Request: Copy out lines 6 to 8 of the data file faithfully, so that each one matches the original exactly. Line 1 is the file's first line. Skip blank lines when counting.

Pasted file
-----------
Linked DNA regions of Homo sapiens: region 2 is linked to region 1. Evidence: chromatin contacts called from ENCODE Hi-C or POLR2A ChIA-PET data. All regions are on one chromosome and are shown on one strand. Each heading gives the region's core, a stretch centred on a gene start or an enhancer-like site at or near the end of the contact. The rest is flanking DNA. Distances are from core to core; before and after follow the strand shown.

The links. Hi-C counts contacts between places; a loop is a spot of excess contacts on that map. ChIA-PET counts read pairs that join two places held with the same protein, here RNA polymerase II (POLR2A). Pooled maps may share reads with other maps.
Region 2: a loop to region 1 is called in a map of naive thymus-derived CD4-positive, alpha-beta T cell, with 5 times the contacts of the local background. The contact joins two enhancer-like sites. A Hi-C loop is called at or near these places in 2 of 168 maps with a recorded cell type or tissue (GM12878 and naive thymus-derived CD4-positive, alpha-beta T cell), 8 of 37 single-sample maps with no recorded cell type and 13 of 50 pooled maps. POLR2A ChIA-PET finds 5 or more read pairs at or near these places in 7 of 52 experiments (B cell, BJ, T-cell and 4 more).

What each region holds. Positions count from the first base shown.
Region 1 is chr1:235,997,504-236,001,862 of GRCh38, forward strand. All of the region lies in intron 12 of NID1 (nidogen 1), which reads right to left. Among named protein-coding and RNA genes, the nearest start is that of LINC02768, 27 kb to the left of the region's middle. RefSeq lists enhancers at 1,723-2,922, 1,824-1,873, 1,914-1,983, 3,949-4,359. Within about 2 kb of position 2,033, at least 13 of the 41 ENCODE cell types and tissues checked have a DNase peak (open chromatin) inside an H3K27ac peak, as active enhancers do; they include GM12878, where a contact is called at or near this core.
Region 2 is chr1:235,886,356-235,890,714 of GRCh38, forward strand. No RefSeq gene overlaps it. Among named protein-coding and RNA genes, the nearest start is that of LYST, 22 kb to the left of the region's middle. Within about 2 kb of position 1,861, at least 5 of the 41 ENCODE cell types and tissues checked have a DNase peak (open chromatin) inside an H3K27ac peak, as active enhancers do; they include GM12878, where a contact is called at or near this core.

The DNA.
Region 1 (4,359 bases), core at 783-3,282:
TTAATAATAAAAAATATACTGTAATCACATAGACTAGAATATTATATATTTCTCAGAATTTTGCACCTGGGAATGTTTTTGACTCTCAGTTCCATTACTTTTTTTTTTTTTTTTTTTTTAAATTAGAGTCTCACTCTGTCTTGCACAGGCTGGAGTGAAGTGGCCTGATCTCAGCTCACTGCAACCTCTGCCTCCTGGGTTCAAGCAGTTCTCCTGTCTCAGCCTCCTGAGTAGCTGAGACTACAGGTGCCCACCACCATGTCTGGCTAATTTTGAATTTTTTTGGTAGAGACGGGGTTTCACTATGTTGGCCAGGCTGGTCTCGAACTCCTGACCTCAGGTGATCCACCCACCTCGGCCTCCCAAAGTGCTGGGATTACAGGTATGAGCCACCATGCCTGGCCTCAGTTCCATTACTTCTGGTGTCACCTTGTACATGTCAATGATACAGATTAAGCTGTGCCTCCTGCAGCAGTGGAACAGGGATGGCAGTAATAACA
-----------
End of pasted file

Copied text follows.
Region 2 is chr1:235,886,356-235,890,714 of GRCh38, forward strand. No RefSeq gene overlaps it. Among named protein-coding and RNA genes, the nearest start is that of LYST, 22 kb to the left of the region's middle. Within about 2 kb of position 1,861, at least 5 of the 41 ENCODE cell types and tissues checked have a DNase peak (open chromatin) inside an H3K27ac peak, as active enhancers do; they include GM12878, where a contact is called at or near this core.

The DNA.
Region 1 (4,359 bases), core at 783-3,282: